Whether it’s moving out of town or out of state, it could mean leaving the only home they’ve ever known. By opening the lines of communication and making it a positive experience, parents and kids will endure a much more enjoyable moving day.
“Moving is a family project,” said Nick Roerig, franchisee of Murfreesboro TWO MEN AND A TRUCK®. “Share the excitement and responsibilities with every member of the family. Give everyone an age-appropriate responsibility. Have the kids decorate their boxes. And then, once you are in your new house, it will be easier for them to find their stuff.”
The experts at TWO MEN AND A TRUCK® believe these tips will help navigate children up to and beyond moving day:
Before the move:
- Conduct a family meeting and inform children about moving plans as soon as possible. The more time they have to prepare, the less anxiety they will have. Let them participate in the decision-making process. If children feel included and take ownership of their new home, the transition will go much smoother.
- Plan a new room. Kids’ rooms should be areas in which they feel the safest. Let them choose a design for their new bedroom or play room, and take them shopping so they can participate in choosing paint colors and design elements.
- Donate old toys to a good cause. Instead of selling old toys, donate them to children in need. Kids often feel comforted knowing their old belongings are going to a worthy cause.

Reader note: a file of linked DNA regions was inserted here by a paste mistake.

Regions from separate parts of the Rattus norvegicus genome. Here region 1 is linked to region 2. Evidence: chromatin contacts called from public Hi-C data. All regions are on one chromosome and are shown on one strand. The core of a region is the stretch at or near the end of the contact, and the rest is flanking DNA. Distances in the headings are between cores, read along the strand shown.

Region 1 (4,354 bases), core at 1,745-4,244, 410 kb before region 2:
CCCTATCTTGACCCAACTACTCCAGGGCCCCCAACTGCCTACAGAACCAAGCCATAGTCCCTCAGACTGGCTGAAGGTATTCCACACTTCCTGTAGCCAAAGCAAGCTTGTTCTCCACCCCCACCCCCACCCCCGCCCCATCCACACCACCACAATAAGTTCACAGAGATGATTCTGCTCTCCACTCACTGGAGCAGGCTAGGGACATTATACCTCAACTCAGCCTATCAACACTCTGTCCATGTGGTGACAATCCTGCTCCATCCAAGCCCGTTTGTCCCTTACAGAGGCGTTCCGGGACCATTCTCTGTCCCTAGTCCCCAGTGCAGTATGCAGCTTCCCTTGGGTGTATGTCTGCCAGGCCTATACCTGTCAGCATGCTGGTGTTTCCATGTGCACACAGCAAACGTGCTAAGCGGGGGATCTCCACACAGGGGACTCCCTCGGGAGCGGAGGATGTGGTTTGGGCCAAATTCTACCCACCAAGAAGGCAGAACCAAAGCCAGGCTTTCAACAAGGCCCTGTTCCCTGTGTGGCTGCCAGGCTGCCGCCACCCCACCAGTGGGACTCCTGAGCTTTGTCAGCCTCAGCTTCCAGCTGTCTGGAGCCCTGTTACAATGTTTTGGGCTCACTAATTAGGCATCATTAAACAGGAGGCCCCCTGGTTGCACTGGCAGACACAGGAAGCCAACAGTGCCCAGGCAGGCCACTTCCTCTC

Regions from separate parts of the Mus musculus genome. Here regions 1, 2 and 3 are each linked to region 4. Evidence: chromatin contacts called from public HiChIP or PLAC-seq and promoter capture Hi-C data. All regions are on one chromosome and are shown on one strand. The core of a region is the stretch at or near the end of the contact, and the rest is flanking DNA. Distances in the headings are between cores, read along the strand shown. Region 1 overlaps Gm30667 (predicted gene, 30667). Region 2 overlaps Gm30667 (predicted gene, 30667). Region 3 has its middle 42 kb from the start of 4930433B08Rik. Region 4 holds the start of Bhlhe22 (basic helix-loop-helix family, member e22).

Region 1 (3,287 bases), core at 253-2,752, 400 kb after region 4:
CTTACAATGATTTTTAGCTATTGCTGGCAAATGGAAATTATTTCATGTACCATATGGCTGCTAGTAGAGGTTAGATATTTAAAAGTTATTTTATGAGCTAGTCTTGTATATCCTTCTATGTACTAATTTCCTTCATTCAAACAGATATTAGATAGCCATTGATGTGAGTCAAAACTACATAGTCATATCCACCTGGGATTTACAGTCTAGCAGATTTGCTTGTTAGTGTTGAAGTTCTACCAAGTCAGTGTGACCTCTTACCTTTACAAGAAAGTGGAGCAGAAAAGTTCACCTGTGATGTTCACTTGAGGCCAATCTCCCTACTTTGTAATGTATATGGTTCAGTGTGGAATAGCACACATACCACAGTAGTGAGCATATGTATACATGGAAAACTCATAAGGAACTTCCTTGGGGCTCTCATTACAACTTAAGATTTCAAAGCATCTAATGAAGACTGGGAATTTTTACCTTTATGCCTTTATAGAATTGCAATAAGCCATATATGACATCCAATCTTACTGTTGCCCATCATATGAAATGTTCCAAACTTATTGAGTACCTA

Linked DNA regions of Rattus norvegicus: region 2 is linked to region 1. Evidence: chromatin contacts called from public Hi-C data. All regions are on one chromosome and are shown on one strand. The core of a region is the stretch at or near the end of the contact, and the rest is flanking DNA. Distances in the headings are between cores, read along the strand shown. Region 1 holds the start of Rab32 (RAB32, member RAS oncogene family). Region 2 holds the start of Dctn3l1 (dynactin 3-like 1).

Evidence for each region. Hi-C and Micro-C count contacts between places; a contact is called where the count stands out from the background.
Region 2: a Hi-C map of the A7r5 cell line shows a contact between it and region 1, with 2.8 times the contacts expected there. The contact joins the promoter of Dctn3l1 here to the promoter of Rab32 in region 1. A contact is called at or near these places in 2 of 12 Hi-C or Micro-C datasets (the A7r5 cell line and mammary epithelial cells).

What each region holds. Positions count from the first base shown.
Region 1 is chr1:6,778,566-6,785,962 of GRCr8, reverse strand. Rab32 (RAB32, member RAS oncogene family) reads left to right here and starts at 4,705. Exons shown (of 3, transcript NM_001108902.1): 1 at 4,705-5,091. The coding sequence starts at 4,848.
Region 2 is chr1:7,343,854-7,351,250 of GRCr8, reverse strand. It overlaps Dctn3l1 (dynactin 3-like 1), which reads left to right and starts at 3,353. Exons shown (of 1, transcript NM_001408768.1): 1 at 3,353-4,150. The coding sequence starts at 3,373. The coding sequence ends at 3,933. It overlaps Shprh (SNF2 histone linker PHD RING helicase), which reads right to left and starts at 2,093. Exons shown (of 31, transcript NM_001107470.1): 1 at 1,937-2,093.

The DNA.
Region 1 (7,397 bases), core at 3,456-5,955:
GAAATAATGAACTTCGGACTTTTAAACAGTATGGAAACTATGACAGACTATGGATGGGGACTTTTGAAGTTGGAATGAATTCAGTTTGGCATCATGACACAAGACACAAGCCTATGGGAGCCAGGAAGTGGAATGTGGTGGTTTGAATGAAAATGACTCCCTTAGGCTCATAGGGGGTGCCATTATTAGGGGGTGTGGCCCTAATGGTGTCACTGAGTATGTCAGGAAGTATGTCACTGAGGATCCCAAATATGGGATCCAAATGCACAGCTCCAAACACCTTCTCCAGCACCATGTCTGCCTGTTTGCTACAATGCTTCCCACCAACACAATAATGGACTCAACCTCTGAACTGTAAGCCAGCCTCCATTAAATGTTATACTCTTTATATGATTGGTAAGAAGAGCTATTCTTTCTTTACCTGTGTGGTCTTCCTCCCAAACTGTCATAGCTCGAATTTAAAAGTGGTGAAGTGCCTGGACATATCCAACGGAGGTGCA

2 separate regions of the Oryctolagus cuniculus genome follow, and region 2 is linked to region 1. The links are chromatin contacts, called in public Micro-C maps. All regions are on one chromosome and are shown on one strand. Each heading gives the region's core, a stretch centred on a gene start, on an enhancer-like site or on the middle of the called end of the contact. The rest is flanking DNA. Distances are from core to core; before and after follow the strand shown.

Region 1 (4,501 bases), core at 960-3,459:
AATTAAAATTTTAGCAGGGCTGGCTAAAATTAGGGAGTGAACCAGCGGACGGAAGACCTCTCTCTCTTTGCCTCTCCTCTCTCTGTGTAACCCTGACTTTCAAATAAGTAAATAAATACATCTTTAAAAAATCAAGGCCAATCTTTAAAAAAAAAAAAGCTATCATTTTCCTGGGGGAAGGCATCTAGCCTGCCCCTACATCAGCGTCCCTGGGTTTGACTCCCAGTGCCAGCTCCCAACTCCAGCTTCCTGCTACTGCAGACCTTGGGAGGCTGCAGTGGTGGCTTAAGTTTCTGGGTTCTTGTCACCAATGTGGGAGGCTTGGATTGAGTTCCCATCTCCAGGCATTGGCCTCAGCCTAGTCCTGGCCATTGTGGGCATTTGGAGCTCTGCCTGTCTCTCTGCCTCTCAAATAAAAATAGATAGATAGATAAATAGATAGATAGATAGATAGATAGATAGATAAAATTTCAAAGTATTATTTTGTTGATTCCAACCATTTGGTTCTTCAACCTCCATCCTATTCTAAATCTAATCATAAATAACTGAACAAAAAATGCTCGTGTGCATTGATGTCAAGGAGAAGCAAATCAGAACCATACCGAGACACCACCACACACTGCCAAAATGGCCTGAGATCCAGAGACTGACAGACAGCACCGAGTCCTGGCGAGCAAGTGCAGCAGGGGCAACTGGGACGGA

- Create a moving day plan. To keep kids’ anxiety to a minimum, discuss each moving day task in detail to both eliminate any surprises and set general expectations.
- Involve kids in the packing process and start packing items not needed right away.
During the move:
- Throughout the move, do your best to stay upbeat and calm. Give children a chance to express their feelings, and try to be honest about your own feelings.
- Assign age-appropriate tasks. Give younger kids simpler duties, such as providing water and snacks to the movers, and charge older kids with the responsibility of last minute cleaning work.
- Keep prized items organized. Create a special box for children to stow their favorite toys or items for the duration of the move.
- Most children will feel some anger and sadness or may worry about the move. Reassure them they aren’t alone and that it’s OK to experience these feelings.
- Give your children the opportunity to say goodbye to important people in their lives. Help children prepare a list of phone numbers, emails and addresses of special people in their lives. Prepare cards that include their name and new address to hand out to friends. Child psychology experts agree if kids know they can stay in touch with loved ones, it will make the move less traumatic.